American Temperment Test www.atts.org

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Postby Maryellen » February 26th, 2006, 7:30 pm

The ATTS Temperament Test focuses on and measures different aspects of temperament such as stability, shyness, aggressiveness, and friendliness as well as the dog's instinct for protectiveness towards its handler and/or self-preservation in the face of a threat.

The test simulates a casual walk through a park or neighborhood where everyday life situations are encountered. During this walk, the dog experiences visual, auditory and tactile stimuli. Neutral, friendly and threatening situations are encountered, calling into play the dog's ability to distinguish between non-threatening situations and those calling for watchful and protective reactions.

Dogs must be at least 18 months old to enter this test. The test takes about eight to 12 minutes to complete. The dog is on a loose six-foot (6') lead. The handler is not allowed to talk to the dog, give commands, or give corrections.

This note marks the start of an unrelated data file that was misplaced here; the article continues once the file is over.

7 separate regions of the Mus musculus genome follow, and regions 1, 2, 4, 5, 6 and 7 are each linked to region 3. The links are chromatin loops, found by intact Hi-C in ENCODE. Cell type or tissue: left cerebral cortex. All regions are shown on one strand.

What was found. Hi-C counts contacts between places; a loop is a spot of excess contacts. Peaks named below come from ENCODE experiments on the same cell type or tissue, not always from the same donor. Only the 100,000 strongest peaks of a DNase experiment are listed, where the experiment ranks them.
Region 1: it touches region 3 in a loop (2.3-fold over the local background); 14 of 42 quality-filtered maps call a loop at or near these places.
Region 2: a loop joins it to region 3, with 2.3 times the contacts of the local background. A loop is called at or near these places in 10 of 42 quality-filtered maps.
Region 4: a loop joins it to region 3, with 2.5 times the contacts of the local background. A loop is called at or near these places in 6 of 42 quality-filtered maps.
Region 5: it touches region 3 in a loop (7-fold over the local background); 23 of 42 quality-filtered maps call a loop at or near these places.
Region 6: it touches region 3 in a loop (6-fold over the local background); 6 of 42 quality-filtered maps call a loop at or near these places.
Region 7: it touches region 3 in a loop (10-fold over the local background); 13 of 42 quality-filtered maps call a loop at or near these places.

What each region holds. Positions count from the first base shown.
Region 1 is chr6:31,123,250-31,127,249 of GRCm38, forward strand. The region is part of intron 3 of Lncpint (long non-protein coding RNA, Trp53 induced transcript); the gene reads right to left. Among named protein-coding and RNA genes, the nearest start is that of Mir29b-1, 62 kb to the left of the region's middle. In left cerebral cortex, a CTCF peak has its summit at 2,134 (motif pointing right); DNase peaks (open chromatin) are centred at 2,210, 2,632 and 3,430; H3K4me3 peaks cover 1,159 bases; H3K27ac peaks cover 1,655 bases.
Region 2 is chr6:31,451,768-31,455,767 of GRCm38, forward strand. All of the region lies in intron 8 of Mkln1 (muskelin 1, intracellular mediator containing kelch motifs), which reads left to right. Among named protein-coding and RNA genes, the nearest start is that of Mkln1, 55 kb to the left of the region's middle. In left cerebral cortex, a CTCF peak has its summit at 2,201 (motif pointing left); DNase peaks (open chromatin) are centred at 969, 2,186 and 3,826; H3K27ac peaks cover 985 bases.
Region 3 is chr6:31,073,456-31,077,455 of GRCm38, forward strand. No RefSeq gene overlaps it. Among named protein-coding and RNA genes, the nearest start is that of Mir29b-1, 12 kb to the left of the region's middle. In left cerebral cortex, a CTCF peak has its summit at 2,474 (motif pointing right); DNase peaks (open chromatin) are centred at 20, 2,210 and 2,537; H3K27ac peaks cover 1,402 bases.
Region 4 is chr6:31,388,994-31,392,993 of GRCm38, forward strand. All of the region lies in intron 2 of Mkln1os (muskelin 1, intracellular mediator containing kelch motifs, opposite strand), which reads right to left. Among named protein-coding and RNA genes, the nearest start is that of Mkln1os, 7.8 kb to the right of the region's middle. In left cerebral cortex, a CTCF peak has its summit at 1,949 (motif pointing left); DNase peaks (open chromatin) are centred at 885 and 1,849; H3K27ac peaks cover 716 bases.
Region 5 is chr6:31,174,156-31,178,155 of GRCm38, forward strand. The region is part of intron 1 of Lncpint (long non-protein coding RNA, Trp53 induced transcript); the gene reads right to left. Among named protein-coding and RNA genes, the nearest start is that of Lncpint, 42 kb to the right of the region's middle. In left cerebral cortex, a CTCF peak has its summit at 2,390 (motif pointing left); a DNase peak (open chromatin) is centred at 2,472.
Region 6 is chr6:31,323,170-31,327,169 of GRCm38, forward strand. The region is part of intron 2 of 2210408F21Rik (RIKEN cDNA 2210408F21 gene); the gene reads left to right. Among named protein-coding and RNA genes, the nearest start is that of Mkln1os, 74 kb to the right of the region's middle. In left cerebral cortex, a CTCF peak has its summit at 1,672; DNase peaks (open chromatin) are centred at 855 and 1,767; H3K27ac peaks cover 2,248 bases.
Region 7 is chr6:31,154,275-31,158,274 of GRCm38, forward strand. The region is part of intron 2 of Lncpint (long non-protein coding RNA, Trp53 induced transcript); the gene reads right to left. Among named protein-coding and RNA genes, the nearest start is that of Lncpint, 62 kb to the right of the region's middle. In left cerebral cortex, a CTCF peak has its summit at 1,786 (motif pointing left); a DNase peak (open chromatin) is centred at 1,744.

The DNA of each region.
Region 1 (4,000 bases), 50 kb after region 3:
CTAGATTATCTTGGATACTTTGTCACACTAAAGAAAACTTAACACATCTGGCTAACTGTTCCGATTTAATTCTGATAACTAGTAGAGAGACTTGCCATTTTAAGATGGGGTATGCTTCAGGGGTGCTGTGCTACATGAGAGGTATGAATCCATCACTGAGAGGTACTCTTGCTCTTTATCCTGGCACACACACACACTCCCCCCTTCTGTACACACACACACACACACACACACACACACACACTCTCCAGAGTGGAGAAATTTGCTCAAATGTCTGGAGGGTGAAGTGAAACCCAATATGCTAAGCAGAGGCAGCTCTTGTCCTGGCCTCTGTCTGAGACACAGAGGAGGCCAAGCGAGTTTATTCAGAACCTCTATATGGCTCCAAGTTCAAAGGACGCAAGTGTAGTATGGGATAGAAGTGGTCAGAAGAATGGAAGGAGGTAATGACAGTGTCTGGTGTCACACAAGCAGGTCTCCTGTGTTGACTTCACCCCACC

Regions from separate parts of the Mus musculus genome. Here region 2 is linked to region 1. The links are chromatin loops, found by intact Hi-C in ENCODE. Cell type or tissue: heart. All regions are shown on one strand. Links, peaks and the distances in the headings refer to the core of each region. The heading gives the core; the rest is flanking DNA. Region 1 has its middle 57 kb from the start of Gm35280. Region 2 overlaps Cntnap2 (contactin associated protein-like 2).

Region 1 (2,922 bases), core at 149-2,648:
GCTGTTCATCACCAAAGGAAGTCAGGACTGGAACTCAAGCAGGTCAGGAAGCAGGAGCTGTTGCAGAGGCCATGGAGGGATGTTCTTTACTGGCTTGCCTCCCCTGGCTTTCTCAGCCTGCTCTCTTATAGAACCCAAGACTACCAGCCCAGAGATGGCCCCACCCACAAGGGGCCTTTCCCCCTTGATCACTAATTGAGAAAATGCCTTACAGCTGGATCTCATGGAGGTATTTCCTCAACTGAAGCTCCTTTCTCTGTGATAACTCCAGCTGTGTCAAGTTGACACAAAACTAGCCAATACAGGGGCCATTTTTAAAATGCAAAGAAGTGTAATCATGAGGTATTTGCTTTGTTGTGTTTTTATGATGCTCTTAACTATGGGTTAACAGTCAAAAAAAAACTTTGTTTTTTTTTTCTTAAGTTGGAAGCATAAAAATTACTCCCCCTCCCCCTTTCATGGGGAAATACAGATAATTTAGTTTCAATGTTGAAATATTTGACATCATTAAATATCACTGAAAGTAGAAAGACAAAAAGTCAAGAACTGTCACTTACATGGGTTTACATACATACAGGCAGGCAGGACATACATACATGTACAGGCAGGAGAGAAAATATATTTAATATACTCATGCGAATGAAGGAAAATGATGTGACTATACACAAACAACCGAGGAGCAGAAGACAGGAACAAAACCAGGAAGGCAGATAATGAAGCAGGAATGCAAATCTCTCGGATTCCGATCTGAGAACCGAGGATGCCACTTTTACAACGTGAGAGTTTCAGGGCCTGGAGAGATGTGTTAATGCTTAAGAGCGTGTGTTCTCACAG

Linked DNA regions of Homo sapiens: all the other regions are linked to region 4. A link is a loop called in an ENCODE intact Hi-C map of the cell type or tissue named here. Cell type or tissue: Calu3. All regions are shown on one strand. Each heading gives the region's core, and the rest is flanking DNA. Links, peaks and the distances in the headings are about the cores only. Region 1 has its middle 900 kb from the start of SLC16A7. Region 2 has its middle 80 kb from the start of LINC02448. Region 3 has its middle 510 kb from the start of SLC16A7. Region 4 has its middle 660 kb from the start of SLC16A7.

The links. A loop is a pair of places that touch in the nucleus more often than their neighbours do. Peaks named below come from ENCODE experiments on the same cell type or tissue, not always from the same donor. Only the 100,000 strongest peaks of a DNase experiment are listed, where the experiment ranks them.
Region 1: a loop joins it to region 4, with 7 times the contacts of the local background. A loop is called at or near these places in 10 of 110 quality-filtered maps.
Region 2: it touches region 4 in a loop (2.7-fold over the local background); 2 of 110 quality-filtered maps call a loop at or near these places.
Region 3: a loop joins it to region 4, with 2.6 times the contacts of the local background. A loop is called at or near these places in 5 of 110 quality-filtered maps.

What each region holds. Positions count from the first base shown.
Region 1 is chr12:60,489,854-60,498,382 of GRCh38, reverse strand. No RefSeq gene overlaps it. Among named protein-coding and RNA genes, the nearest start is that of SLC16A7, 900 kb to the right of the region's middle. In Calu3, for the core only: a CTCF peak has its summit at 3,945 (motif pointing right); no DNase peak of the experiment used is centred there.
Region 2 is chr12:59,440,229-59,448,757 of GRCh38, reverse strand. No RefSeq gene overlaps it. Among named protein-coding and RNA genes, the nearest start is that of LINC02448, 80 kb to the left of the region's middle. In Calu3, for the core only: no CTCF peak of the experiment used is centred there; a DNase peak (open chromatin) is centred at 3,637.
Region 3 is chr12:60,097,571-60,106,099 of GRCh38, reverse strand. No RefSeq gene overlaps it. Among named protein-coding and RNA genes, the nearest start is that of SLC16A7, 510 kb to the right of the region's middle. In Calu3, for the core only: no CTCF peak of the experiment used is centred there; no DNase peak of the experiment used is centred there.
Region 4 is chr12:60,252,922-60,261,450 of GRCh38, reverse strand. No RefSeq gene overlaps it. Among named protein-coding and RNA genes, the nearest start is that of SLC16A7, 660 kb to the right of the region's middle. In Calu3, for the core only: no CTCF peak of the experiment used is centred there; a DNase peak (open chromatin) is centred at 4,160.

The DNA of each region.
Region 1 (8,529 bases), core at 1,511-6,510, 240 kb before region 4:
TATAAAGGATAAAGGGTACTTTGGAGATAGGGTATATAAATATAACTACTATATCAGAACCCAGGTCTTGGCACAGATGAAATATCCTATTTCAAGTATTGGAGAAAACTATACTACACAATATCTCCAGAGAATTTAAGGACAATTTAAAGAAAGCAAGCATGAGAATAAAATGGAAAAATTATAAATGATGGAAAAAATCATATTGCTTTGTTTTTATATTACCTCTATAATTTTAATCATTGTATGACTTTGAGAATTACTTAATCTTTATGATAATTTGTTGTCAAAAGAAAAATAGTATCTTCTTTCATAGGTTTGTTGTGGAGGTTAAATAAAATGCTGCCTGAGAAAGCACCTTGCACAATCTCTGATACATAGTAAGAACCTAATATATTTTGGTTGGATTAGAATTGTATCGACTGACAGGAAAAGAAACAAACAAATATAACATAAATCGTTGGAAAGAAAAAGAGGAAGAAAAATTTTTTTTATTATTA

Failure on any part of the test is recognized when a dog shows:

Unprovoked aggression
Panic without recovery
Strong avoidance
The ATTS Temperament Test consists of ten subtests divided into five subcategories:

Behavior Toward Strangers
Objective: To measure the dog's reaction to strangers in a non-threatening situation.
Subtest 1: Neutral stranger
A stranger to the dog approaches the handler, shakes hands with the handler and engages the handler in a brief conversation, ignoring the dog.
The purpose of this subtest is to evaluate the dog's reaction to passive socialization and the dog's protective instinct.